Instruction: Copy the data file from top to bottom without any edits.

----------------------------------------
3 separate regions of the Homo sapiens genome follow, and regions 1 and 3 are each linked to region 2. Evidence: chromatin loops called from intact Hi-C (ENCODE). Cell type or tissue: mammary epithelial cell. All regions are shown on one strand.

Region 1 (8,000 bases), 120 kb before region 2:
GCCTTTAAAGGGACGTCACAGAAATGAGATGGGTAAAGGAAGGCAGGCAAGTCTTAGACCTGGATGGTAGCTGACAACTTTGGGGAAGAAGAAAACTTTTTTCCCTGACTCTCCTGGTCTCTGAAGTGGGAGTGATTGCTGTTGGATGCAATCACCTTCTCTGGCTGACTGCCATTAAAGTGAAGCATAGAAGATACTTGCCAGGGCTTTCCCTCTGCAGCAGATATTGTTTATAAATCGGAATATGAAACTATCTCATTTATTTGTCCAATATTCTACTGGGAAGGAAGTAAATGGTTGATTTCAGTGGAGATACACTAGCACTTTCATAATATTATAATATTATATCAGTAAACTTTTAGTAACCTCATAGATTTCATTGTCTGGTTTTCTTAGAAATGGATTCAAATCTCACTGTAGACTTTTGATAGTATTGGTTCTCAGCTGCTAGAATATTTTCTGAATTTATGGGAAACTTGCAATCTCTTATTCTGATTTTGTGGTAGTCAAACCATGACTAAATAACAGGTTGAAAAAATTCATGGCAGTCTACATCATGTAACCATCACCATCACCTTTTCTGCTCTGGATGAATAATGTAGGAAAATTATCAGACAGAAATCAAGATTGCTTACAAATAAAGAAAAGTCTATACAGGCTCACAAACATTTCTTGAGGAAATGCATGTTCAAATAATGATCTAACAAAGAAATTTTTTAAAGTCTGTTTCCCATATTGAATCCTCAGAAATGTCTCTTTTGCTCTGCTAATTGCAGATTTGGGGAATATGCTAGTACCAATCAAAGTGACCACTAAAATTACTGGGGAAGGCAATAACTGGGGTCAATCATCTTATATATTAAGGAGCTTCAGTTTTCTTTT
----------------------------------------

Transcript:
3 separate regions of the Homo sapiens genome follow, and regions 1 and 3 are each linked to region 2. Evidence: chromatin loops called from intact Hi-C (ENCODE). Cell type or tissue: mammary epithelial cell. All regions are shown on one strand.

Region 1 (8,000 bases), 120 kb before region 2:
GCCTTTAAAGGGACGTCACAGAAATGAGATGGGTAAAGGAAGGCAGGCAAGTCTTAGACCTGGATGGTAGCTGACAACTTTGGGGAAGAAGAAAACTTTTTTCCCTGACTCTCCTGGTCTCTGAAGTGGGAGTGATTGCTGTTGGATGCAATCACCTTCTCTGGCTGACTGCCATTAAAGTGAAGCATAGAAGATACTTGCCAGGGCTTTCCCTCTGCAGCAGATATTGTTTATAAATCGGAATATGAAACTATCTCATTTATTTGTCCAATATTCTACTGGGAAGGAAGTAAATGGTTGATTTCAGTGGAGATACACTAGCACTTTCATAATATTATAATATTATATCAGTAAACTTTTAGTAACCTCATAGATTTCATTGTCTGGTTTTCTTAGAAATGGATTCAAATCTCACTGTAGACTTTTGATAGTATTGGTTCTCAGCTGCTAGAATATTTTCTGAATTTATGGGAAACTTGCAATCTCTTATTCTGATTTTGTGGTAGTCAAACCATGACTAAATAACAGGTTGAAAAAATTCATGGCAGTCTACATCATGTAACCATCACCATCACCTTTTCTGCTCTGGATGAATAATGTAGGAAAATTATCAGACAGAAATCAAGATTGCTTACAAATAAAGAAAAGTCTATACAGGCTCACAAACATTTCTTGAGGAAATGCATGTTCAAATAATGATCTAACAAAGAAATTTTTTAAAGTCTGTTTCCCATATTGAATCCTCAGAAATGTCTCTTTTGCTCTGCTAATTGCAGATTTGGGGAATATGCTAGTACCAATCAAAGTGACCACTAAAATTACTGGGGAAGGCAATAACTGGGGTCAATCATCTTATATATTAAGGAGCTTCAGTTTTCTTTT